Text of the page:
seatmate came to my office and should be wary of 09 and said mr. lewis, i'm one of the people that attacked. i want to apologize. please forgive me? his son was with him and he'd been encouraging his father to seek out the people that he attacked, start crying, the father started crying, they both gave me a hug and i started crying. this book speaks of reconciliation. the bill become the capacity to be reconciled to move towards the community and if you believe in something you should speak up and speak out and stand up and fight for a.
you have to be consistent. you have to insist on the truth. not one thing is stronger than the truth. there may be setbacks and disappointment, but in the long scheme of things, you are going to win and succeed. the way of peace, the way of love, the way of nonviolence, the way of truth will win. this book has suggested whether it is in the middle east, and africa coming in america or a planet this little piece of real
estate that we call earth, that we can as dr. king suggested learn to live together, brothers and sisters. gondhi put it another way. it is nonviolence or nonexistence. it is my hope that young people and people not so young will use of cross that bridge to find a way to get away. to find a way to get in trouble, unnecessary trouble and disturb the order of things. when i was growing up, my mother and father and grandparents and great grandparents would say don't get in trouble, don't get in the way. in the through study and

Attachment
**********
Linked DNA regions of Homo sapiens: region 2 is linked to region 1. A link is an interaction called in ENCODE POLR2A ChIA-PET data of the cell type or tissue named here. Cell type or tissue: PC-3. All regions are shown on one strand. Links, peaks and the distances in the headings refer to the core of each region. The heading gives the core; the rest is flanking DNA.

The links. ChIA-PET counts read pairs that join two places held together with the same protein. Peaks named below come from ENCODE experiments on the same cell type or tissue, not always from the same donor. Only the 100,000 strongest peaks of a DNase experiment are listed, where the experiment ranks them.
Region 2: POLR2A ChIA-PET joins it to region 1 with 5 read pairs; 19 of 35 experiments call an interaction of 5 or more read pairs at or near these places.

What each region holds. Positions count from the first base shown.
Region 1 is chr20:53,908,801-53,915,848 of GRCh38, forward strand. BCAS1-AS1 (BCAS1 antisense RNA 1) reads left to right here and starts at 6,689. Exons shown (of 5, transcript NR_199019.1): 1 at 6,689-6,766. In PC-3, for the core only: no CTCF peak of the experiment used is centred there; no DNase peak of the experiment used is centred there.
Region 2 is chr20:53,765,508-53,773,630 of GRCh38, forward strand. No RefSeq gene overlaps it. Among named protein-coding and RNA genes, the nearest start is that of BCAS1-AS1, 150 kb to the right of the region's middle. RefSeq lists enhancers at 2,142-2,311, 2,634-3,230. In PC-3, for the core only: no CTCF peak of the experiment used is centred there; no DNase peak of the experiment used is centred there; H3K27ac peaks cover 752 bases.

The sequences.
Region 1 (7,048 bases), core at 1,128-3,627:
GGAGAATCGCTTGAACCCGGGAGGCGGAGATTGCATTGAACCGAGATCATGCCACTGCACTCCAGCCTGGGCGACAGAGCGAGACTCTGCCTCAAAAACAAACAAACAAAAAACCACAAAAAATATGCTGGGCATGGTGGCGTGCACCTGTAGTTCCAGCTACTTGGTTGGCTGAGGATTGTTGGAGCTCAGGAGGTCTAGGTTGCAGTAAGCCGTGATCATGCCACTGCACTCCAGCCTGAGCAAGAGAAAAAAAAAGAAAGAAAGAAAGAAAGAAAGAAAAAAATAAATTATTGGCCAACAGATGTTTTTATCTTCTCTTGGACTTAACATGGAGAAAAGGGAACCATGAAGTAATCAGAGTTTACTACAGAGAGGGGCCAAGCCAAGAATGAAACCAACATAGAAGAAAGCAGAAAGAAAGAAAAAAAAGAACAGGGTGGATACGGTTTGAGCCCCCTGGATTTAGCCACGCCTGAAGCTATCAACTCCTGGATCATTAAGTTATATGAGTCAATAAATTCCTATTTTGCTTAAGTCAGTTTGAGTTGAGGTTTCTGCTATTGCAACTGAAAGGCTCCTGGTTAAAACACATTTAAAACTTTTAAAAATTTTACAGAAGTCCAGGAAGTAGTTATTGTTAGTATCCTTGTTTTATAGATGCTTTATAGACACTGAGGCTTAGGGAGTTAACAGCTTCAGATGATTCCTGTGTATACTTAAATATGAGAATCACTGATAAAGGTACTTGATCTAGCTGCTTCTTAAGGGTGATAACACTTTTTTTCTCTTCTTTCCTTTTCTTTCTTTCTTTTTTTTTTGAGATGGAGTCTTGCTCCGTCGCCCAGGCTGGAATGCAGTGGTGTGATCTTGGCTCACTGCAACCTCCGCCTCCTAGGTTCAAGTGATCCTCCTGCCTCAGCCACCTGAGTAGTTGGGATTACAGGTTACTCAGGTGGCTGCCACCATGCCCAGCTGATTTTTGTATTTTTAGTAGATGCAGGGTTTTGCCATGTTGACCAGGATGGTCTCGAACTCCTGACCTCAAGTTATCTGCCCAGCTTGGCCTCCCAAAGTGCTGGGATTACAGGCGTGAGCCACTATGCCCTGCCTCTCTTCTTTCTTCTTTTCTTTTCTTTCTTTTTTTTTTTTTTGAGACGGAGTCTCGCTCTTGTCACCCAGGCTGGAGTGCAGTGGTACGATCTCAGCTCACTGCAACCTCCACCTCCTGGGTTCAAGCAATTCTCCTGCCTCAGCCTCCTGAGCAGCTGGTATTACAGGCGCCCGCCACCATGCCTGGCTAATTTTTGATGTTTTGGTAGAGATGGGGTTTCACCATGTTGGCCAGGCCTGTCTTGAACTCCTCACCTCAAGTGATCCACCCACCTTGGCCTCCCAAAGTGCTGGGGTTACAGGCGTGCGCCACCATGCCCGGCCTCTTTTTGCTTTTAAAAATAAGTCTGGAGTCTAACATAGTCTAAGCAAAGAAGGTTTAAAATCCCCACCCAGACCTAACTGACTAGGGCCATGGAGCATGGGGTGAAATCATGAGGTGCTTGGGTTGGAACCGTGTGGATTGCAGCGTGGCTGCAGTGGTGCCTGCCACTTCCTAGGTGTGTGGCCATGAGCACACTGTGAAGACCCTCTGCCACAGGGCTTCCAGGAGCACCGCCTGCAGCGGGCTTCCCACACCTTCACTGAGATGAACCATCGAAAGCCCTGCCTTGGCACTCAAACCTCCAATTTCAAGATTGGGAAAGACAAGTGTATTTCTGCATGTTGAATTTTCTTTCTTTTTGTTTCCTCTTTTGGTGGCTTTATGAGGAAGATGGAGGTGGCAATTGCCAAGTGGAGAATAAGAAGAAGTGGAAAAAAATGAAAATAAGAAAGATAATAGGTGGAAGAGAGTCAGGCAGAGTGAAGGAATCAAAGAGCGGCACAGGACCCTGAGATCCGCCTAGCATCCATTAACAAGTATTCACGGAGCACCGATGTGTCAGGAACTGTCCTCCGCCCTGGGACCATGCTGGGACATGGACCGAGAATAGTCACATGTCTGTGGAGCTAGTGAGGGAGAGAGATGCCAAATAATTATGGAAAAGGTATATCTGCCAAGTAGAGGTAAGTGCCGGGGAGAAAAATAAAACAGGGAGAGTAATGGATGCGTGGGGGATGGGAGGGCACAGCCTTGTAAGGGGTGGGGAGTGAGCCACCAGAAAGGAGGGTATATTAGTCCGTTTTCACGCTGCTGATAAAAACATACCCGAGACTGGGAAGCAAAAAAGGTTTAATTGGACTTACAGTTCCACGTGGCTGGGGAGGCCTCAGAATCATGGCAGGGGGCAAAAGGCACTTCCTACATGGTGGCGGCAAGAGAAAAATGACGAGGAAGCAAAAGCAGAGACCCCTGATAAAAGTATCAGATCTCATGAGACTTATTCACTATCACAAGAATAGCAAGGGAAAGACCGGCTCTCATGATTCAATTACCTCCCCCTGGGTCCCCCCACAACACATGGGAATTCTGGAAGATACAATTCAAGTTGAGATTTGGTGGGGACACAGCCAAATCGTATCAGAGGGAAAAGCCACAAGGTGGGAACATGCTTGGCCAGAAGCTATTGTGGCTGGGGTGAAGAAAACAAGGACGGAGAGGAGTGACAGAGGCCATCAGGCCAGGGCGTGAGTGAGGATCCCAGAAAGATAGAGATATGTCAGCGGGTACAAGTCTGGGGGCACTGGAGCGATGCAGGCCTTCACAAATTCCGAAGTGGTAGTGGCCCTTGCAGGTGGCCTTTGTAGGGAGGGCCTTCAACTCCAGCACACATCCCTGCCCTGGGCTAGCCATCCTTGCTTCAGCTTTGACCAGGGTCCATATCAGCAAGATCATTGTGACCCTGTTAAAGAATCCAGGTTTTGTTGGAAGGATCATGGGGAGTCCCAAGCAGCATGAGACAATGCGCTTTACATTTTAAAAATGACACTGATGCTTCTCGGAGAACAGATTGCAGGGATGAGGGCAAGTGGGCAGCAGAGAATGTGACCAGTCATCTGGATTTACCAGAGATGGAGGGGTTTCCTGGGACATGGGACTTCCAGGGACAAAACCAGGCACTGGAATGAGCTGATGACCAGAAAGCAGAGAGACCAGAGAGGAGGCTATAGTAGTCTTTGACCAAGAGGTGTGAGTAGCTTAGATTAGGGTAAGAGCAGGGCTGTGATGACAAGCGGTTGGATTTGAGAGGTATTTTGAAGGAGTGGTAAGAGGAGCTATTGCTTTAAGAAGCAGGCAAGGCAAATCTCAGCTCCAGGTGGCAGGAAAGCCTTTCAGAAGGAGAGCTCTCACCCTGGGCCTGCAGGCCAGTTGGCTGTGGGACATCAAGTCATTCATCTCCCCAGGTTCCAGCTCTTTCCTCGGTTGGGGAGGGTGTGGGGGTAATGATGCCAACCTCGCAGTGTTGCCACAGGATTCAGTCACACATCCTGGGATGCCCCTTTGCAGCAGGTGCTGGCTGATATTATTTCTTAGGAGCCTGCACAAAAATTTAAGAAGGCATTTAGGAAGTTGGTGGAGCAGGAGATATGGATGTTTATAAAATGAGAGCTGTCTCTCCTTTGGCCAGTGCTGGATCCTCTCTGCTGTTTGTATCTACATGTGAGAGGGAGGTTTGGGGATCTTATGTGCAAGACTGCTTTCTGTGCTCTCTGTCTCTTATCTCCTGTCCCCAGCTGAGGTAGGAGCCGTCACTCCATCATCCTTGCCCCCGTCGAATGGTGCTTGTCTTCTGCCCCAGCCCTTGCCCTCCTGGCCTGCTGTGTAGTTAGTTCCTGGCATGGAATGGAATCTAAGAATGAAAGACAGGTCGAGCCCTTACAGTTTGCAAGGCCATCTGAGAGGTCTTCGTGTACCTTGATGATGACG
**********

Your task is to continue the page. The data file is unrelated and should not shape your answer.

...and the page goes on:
listening, through being patient i got in trouble, good trouble and necessary trouble, and i feel it's time for the american people to get in trouble again. good trouble. [applause] as a people and a nation we are to quiet. we need to make some plays. we need to push and pull and do what we can to redeem the soul of america and save this little planet not just american community but save this plan at regeneration as yet unborn. i happen to believe for years of work and service the vote is the most powerful nonviolent tool we
have in a space society and we have to use it. we have to use it. there's an attempt today a direct systematic attempt to make it impossible for people to participate in a space process to the some of us gave all little blood on the bridge in 1965. some of my brothers and sisters and my colleagues gave their lives. we cannot afford to let people steal an election before it takes place. so use this book during the next few days and weeks and months, and the next few years.
just get out there and do your best to bring together not just the american community but the world community and never, ever let anybody tell you that you cannot make it, you cannot do that. just go out there and do it. take writing, standing, walking, running, do it. but speak up and speak out. get in the way. maxim meek malaise and will work out. the other bridges to cross, there are other rivers to cross. it's not just the bridge in selma. it's the bridges all over our